Parents of a young boy have brought a lawsuit against the private boarding school he attends. They claim that their son is suffering from electromagnetic hypersensitivity syndrome due to the industrial-capacity Wi-Fi system the school installed and that the electromagnetic emissions cause him to experience “headaches, nose bleeds, dizziness, chest pains and nausea,” all of which disappear once he is home. The parents allege that when they brought their concerns to school officials and asked that the school “make reasonable accommodations” for their son’s “disability” by reducing the emissions to a physically tolerable level, the school refused, adopted a hostile attitude, and threatened to dismiss the student. Although a number of people say they suffer from electromagnetic hypersensitivity, no scientific evidence or study backs up that claim.
The lawsuit cites studies and invokes authorities. It declares that EHS is not the “speculative condition” it’s judged to be by the WHO and others. It charges that the defendant “has simply ignored the science,” which “is certainly compelling enough to warrant” accommodation of the plaintiffs. It asserts that “EHS has been recognized as a disability of those who suffer its effects,” then invokes the authority of “an independent federal agency” called the United States Access Board. Without using the word slippery, Ars Technica calls that argument slippery. And in this complex biophysics realm, the lawsuit rests an argument about harm on the implied, but unsubstantiated, charge that somehow a doubling of frequency within presumably standard Wi-Fi frequency ranges constitutes an increase, maybe even a doubling, of the alleged harm:
Sometime in or around the spring term of 2013, [the school] installed in its classrooms and in various other facilities a new Wi-Fi system, known as the “Aerohive Wi-Fi Network.” This is a high-density, industrial-capacity wireless system which, when operating, emits substantially greater radiofrequency/microwave emissions than the emissions coming from the more low-grade systems used in most homes and in certain other public places. Specifically, the Aerohive Network doubled the prior emissions in ... classrooms from 2.5 GHz to 5 GHz. Exposure to the emissions from the high-density Wi-Fi ... is dangerous to persons having an aggravated sensitivity to those emissions.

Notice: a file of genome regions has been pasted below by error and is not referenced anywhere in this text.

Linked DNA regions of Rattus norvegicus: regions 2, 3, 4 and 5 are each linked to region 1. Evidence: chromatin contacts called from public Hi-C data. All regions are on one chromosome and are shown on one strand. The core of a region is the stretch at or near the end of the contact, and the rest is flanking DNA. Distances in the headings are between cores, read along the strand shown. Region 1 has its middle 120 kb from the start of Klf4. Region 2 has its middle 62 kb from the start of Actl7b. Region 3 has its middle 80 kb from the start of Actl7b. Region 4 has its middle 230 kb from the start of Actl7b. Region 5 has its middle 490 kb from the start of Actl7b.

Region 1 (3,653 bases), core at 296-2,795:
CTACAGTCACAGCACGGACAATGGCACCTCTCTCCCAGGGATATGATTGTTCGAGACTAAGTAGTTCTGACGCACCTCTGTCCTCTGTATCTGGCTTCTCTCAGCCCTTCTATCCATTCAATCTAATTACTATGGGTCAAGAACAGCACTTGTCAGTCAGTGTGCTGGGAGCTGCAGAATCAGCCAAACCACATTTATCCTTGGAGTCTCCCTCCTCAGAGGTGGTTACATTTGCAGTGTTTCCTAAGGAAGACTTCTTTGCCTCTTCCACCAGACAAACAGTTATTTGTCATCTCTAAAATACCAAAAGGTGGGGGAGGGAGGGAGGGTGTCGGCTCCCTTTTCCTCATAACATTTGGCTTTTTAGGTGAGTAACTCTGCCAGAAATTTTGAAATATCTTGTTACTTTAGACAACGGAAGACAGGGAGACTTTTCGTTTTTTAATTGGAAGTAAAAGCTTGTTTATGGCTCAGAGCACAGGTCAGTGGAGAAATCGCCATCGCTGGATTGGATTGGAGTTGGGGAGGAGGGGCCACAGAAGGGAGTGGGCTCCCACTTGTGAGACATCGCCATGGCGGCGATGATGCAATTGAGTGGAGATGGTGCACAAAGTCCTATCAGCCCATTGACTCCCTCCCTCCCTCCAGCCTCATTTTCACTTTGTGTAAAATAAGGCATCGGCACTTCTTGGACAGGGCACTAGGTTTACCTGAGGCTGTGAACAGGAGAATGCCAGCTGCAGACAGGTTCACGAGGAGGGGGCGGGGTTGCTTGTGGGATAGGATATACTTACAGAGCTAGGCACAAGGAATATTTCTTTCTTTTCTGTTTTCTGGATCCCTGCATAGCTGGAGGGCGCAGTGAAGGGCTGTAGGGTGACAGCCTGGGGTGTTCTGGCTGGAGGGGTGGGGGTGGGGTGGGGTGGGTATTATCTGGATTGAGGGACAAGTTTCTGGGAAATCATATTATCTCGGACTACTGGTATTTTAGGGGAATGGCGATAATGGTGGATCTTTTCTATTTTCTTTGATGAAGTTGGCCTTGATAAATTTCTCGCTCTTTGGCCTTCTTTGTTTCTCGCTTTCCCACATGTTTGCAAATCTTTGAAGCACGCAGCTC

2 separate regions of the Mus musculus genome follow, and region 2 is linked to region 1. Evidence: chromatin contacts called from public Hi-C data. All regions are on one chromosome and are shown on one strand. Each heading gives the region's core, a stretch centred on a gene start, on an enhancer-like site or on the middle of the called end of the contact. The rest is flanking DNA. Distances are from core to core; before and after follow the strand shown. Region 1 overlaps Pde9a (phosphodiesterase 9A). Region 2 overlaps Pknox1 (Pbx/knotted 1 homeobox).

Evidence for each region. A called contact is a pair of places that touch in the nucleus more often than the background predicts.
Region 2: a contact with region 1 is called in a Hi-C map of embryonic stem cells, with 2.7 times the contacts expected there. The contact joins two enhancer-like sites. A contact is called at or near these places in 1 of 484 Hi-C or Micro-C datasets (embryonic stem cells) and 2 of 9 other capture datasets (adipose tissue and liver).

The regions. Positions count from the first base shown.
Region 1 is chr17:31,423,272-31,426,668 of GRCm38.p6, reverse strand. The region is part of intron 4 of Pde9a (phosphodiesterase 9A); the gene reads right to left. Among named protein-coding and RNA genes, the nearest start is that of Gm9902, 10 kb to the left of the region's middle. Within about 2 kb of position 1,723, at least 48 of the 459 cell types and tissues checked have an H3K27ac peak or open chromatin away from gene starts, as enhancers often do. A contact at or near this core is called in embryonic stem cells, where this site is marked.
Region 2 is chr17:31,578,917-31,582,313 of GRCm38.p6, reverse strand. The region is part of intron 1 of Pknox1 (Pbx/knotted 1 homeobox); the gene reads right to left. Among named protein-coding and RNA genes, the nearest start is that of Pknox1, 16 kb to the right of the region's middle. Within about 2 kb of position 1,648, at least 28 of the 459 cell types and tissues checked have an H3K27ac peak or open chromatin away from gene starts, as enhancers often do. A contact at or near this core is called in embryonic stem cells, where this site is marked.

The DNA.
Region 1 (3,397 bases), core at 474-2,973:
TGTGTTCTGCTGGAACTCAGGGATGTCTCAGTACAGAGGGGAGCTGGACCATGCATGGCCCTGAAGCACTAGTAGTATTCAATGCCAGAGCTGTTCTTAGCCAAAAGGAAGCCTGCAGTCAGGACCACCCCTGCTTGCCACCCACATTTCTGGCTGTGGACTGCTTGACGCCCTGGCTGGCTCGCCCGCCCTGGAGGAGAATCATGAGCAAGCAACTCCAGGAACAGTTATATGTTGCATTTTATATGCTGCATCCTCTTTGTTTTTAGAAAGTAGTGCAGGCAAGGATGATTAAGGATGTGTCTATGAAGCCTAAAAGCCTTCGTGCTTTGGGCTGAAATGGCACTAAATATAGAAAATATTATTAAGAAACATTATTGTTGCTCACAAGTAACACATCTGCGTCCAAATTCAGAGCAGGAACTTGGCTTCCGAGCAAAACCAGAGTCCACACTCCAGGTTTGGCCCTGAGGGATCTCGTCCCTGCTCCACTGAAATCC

In that New Mexico litigation discussed in the New York Times, the side citing actual science eventually won the appealed lawsuit, but not before the litigation generated documents that would stack to six feet, with court costs—not even including lawyers’ fees—at more than a thousand dollars per inch. Journalists will have their work cut out for them if EHS litigation proliferates.
Steven T. Corneliussen, a media analyst for the American Institute of Physics, monitors three national newspapers, the weeklies Nature and Science, and occasionally other publications. He has published op-eds in the Washington Post and other newspapers, has written for NASA's history program, and is a science writer at a particle-accelerator laboratory.